Why There Is a Quest to Save 'Bunheads'

While its fate hangs in the balance, the renewal of ABC Family's ballet dramedy Bunheads has become the impassioned cause of TV writers.

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If ABC Family's small-town ballet dramedy Bunheads concluded on its first season's finale, which aired in February, ultimately TV watchers would recover. Like Freaks and Geeks before it, Bunheads ended on a quiet note. There were no major cliffhangers to be resolved, just a tearful admission. But Bunheads's fate, which is still hanging in the balance at the network, has nevertheless become the impassioned cause of TV writers.

Just today, Todd VanDerWerff issued the latest plea to save Bunheads on the AV Club, writing "probably the best argument to make at this point is the qualitative one: This show is so good that ABC Family should renew it simply on those grounds." VanDerWerff is certainly not alone in his crusade. The New Yorker's Emily Nussbaum has been a champion of the show since its beginning. Immediately after the finale aired, Time's TV critic James Poniewozik wrote a story about the show's "importance." Kate Aurthur at BuzzFeed has been tracking its renewal status. Last week Denise Martin of Vulture explained why there's a chance it could still come back.

But it's not just writers and critics campaigning to save Bunheads. There are myriad Tumblr posts and Twitter petitions from all sorts of civilians, too. People have tried to read the signs — analyzing star Sutton Foster's concert schedule, fretting over the fact that the show no longer has its studio space, etc. — but the show's future remains agonizingly unclear. There have been some indications that we will finally learn the show's fate this month, so we can only wait, and hope.

When Bunheads premiered last summer, I wasn't immediately convinced. Though I was a big fan of Gilmore Girls and was thus eager to see what creator Amy Sherman-Palladino had up her sleeve, the pilot rang a bit false. It brought its main character, Vegas showgirl Michelle (Foster), to the quirky town of Paradise by having her marry a man who basically stalked her, only to have him then promptly die, leaving Michelle with his sassy mother, dance instructor Fanny (Kelly Bishop). It felt too easy to just up and kill a character like that, simply to give the show its somewhat rickety setup. Disappointed, I set it aside.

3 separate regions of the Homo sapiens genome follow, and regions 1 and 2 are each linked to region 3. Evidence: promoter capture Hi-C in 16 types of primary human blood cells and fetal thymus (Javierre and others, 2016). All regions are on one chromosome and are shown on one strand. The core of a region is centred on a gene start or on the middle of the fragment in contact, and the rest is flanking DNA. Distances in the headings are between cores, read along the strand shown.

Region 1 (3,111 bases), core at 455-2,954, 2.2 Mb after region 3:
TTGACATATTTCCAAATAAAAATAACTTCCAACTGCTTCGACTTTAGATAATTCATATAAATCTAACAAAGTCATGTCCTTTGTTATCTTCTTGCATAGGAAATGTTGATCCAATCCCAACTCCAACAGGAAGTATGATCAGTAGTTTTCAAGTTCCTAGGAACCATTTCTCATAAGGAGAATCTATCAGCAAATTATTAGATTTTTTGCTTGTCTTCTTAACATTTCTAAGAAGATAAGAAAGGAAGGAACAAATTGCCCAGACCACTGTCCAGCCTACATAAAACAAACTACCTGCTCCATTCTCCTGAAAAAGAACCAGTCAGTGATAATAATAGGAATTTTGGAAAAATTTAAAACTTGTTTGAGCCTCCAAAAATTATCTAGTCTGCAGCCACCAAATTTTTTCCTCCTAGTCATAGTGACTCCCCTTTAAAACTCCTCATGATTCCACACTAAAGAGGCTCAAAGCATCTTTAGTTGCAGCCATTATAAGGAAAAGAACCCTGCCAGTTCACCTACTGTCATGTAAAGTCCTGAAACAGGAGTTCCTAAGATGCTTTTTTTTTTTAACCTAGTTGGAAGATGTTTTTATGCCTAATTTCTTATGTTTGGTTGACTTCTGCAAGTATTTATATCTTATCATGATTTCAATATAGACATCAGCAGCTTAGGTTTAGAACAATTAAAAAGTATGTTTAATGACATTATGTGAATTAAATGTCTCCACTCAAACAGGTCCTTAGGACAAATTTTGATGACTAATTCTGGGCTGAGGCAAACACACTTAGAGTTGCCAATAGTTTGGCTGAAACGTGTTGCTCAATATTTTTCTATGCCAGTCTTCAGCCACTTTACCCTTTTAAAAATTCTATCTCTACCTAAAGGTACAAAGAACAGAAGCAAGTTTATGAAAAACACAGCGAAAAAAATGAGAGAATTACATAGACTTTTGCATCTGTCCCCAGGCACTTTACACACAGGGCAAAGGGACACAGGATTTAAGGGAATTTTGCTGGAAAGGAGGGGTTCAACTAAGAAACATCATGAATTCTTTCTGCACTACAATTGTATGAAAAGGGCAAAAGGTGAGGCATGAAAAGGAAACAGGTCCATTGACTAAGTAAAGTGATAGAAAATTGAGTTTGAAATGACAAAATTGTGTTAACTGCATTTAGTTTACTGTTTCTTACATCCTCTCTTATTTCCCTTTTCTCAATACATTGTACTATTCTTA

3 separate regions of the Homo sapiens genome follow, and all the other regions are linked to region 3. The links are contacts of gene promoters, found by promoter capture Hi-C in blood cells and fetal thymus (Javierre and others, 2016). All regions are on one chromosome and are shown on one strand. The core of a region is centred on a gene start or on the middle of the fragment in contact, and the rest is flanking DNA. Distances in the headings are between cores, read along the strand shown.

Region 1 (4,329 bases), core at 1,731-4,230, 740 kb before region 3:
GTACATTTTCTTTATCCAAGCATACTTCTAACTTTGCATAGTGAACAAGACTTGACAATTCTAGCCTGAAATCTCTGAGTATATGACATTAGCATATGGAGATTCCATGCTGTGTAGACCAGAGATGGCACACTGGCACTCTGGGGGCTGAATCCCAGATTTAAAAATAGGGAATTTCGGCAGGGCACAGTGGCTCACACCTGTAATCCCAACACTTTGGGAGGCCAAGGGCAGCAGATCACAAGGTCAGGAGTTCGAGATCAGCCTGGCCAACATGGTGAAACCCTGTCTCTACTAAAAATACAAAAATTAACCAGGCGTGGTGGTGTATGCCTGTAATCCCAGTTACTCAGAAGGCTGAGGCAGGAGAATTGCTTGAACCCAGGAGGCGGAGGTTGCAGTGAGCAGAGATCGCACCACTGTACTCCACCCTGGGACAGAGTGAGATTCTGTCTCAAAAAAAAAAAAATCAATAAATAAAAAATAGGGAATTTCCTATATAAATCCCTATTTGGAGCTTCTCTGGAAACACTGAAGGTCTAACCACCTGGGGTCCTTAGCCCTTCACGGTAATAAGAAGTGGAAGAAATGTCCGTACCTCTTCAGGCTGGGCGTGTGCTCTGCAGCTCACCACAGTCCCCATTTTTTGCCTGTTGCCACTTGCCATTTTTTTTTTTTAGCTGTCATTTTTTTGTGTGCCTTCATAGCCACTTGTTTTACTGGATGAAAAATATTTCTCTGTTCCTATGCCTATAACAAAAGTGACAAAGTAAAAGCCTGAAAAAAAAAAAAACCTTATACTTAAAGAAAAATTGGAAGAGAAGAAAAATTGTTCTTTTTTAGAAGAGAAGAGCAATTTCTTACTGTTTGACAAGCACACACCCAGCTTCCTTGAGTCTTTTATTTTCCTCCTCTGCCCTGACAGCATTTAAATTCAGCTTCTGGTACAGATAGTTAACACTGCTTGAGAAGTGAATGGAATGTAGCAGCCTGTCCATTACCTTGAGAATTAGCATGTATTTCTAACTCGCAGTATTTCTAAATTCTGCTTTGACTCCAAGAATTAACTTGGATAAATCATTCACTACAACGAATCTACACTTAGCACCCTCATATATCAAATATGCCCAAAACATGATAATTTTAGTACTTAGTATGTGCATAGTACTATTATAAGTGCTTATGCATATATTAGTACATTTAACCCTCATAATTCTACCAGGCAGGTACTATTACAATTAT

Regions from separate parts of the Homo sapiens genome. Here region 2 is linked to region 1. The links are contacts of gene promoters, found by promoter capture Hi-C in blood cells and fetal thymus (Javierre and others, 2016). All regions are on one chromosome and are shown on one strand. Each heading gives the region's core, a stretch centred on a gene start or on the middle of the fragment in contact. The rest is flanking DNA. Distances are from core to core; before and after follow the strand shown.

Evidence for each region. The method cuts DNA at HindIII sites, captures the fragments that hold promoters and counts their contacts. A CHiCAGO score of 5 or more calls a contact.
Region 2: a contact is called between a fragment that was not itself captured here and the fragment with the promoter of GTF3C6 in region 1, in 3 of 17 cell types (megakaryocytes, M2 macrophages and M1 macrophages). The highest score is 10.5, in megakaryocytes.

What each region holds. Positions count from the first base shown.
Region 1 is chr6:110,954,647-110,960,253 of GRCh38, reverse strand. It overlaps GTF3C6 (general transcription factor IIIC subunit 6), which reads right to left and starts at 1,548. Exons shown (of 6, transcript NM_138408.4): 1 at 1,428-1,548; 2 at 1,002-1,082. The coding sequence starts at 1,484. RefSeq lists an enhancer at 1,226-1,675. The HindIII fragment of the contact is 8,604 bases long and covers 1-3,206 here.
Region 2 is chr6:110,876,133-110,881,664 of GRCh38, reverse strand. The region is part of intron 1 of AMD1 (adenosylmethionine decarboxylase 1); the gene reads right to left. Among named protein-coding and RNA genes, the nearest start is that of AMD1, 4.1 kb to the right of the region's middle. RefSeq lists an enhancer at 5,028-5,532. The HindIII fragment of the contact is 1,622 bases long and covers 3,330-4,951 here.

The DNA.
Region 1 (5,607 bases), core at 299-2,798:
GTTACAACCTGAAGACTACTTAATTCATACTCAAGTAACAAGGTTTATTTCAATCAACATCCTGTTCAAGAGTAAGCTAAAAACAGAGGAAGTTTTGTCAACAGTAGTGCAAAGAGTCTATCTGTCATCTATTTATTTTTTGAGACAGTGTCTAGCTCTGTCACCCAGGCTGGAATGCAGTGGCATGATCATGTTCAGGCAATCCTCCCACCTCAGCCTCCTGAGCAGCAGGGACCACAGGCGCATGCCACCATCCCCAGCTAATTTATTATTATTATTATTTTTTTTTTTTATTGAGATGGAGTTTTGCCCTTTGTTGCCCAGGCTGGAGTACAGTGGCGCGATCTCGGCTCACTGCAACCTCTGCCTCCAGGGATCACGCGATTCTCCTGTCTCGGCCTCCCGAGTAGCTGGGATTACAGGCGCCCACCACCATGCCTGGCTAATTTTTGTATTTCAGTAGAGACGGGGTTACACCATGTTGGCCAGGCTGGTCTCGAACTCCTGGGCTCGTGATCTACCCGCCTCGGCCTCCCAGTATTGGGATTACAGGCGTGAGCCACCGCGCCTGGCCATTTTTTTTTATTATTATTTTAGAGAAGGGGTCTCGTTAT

But as the TV Twitter mafia started slathering on the praise, I returned to it and quickly fell under its quirky spell. The odd set-up mechanism gone, the show honed in on the actual Bunheads, telling the stories of four relatively ordinary teenage girls through humor and dance. Sure, the show has outlandish moments—there's an incident with mace and The Nutcracker—but mostly it's about girls who talk really quickly navigating friendships and relationships. The stakes aren't particularly high, but the show connects where it counts. But, truly, it's the dances that sell you. VanDerWerff explains that "what makes Bunheads worth saving is the dancing" and he's right. Often people cite the "Istanbul" dance as an example of what the show could do with it dance scenes, but I was partial to this number, Erin McKeown's "You, Sailor." The dances work on their own, but are even better when reflecting the mood of the show. Watching this one, I sobbed. (Sobbing is not uncommon when watching Bunheads.) 

Many of the calls for Bunheads's survival focus on what the show is up against. Poniewozik explained that he wrote his piece about Bunheads in the midst of researching a piece "about the profusion of gory violence in TV dramas today." Though, yes, someone did die in the pilot, Bunheads is not at all grim. It's cheery, it's sweet, it's honest, and that's a rarity on TV today, where everyone's an anti-hero in a dark and gloomy world. 

There is much more about what makes this show so worthy of rescue out there in the rest of the "save Bunheads" canon. There are plenty of good reasons to keep the show on the air, but those sadly may not add up to a mandate for the network—which, as Margaret Lyons wrote in Vulture yesterday, has plenty of other worthwhile options.

Yes, it would be great for Bunheads to survive on its merits as a wonderful, innocent show. But, if the axe does fall, we're prepared to let go, something we've advised doing in the past. If it is the end, at least the season-closing dance will be pretty great way to remember the show. It's a high note to go out on, if Bunheads has to go out at all.

This article is from the archive of our partner The Wire.